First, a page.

IVUS Tales: From Research to its Clinical application in ...
Upcoming SlideShare
Loading in...5
×

Like this? Share it with your network

Share

IVUS Tales: From Research to its Clinical application in ...

  • 1,124 views
Uploaded on

 

  • Full Name Full Name Comment goes here.
    Are you sure you want to
    Your message goes here
    Be the first to comment
    Be the first to like this
No Downloads

Views

Total Views
1,124
On Slideshare
1,124
From Embeds
0
Number of Embeds
0

Actions

Shares
Downloads
48
Comments
0
Likes
0

Embeds 0

No embeds

Report content

Flagged as inappropriate Flag as inappropriate
Flag as inappropriate

Select your reason for flagging this presentation as inappropriate.

Cancel
    No notes for slide

Transcript

  • 1. IVUS Tales: From Research to its Clinical application in Contemporary Interventions. Presenter: Islam Bolad Attending: Jose Diez
  • 2.
    • Visual interpretation of coronary angiography exhibits
    • intraobserver and interobserver variability
    • ( < 50%)
    • Angiography & postmortem histology.
    • QCA
    • Glagov phenomenon
    Coronary Angiography
  • 3. Am J Cardiol 2002;89(suppl):24B-31B
  • 4. IVUS
    • Vessel wall vs. lumen.
    • Internal electronic distance scale
  • 5. IVUS Technology
    • Real time high resolution imaging.
    • 2D tomographic assessments of vessels
    • Also longitudinal and 3D computer asssited
    • reconstruction.
    • Allows assessment of total vessel lumen and
    • plaque dimension in vivo.
  • 6.
    • Two main IVUS systems are currently in use:
    • 1- A mechanical system that contains a flexible
    • imaging cable which rotates a single transducer
    • at its tip inside an echo-lucent distal sheath.
    • 2- An electronic solid state catheter system with
    • multiple imaging elements at its distal tip, providing
    • cross sectional imaging by sequentially activating
    • the imaging elements in a circular way.
    • 1 is usually smaller than 2.
  • 7.
    • IVUS catheters max. diameter 2.6-3 Fr (0.89-1mm)
    • Motorized pull back of transducer (0.25-1mm/sec,
    • usually 0.5mm/sec)
    • Volumetric measurement.
    • Imaging frequencies increased- improved qualitative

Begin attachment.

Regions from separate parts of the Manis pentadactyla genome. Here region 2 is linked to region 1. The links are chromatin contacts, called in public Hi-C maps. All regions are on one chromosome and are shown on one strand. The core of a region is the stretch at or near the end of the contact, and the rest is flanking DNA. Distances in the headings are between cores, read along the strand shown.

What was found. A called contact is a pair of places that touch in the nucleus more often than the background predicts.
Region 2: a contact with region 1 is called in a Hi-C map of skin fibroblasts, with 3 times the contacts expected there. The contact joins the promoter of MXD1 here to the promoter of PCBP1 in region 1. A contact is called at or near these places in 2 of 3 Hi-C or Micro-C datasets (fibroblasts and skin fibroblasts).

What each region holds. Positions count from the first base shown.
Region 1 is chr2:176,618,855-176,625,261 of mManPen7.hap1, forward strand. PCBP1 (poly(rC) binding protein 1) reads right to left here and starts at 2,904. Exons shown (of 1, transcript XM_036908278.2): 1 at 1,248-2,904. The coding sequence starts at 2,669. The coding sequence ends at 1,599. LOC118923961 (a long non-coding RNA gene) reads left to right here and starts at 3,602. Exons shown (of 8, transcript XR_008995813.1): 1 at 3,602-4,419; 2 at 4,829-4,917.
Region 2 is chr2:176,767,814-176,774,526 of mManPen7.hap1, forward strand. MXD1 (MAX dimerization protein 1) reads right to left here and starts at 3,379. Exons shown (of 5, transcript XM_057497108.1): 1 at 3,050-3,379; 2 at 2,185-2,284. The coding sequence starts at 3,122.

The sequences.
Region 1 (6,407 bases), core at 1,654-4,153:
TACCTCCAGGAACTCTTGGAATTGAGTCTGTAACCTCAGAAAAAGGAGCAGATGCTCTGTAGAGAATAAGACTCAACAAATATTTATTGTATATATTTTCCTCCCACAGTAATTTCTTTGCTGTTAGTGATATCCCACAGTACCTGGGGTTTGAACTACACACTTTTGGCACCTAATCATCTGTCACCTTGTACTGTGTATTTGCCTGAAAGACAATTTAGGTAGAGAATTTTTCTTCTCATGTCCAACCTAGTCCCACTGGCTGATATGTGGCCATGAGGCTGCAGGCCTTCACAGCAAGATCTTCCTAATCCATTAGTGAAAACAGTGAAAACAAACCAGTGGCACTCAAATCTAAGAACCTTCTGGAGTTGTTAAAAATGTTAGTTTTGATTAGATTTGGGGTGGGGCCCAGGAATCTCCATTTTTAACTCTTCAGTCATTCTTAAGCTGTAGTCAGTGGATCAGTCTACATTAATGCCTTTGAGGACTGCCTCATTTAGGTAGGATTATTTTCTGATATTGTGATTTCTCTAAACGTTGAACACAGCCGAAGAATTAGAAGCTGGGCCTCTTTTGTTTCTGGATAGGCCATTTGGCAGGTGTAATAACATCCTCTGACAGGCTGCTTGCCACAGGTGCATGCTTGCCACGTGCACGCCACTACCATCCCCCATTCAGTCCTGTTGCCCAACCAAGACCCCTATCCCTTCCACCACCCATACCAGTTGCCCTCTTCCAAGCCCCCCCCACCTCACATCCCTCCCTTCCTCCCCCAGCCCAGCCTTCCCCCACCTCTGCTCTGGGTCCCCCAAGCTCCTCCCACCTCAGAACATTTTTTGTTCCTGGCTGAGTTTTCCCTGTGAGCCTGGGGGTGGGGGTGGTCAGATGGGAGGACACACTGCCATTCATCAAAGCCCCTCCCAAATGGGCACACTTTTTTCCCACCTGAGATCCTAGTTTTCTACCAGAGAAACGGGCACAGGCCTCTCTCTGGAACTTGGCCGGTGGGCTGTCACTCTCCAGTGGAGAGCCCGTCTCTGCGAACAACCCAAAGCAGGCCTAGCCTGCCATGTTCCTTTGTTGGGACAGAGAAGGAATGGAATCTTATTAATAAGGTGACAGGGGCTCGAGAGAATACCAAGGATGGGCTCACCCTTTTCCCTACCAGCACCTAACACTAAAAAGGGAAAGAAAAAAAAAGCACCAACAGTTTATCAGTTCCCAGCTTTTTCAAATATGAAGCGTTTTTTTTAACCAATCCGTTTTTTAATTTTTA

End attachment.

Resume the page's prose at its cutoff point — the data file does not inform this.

• assessment of atherosclerotic plaques.
    • - Soft, low echogenecity
    • - Fibrous, high echogenicity
    • - Calcified, high echogenicity with acoustic
    • shadowing/ reverberations.
  • 8.
    • Recently, more advanced IVUS plaque
    • characterization has been introduced.
    • 1- Analysis of the backscatter IVUS radiofrequency
    • data provided a color coded mapping based on
    • the different backscatter signals among the tissue
    • types (virtual histology).
    • - Allows examination of the different plaque
    • components in more details (fibrous, fibro-lipidic,
    • calcium, lipid core)
    Nair et al Circulation. 2002 Oct 22;106(17):2200-6.
  • 9.
    • 2- Intravascular elastography.
    • IVUS radiofrequency acquired at different levels
    • of intravascular pressure can measure tissue strain
    • reflecting the mechanical properties of the vessel
    • wall.
    • - Help identify vulnerable plaque prior to rupture.
    • Both techniques require further validation.
  • 10. Technical Aspects
    • Transducers with US frequencies ranging between
    • 20-50 MHz are used (usually 30MHz).
    • High frequencies provide excellent theoretical
    • resolution, as US wavelength which determines
    • the maximum resolution is inversely proportional
    • to frequency.
    • AT 30MHz, the wavelength is ≈50µm, which permits
    • an axial resolution of 100 µm. Lateral resolution
    • ≈ 250µm.
    Metz JA et al.
  • 11. Resolutions
  • 12. Perivascular Landmarks.
    • A well defined imaging protocol is vital for proper
    • IVUS interpretation in the coronary tree.
    • Slow pullback from distal to proximal vessel.
    • Perivascular markings are important reference
    • for axial position and tomographic orientation
    • within the artery.
    • Important for reproducibility of examination within
    • same segment.
  • 13.  
  • 14.  
  • 15. LAD
    • Diagonals
    • Anterior Interventricular Vein.
    • - Left of proximal and mid LAD in 85%. D1 & D2
    • emerge from LAD on same side of vein.
    • - Right of LAD in 15% and crosses it near bifurcation
    • of the LCx.
    • - In 30%, the AIV branches into 2 beyond D2.
  • 16.  
  • 17. In its distal portion, the anterior interventricular vein (AIV) may branch into two vessels accompanying the LAD on both sides
  • 18. The elliptic shape of the AIV can be appreciated at 3 o'clock in this cross section from the mid LAD
  • 19. LAD/LCx bifurcation, LCx, GCV triangle. Triangle of Brocq & Mouchet
  • 20. LCx
    • Distally, Cx is accompanied by posterior LV vein
    • Proximally, Cx is accompained and crossed by
    • great cardiac vein.
    • GCV & posterior LV vein form coronary sinus,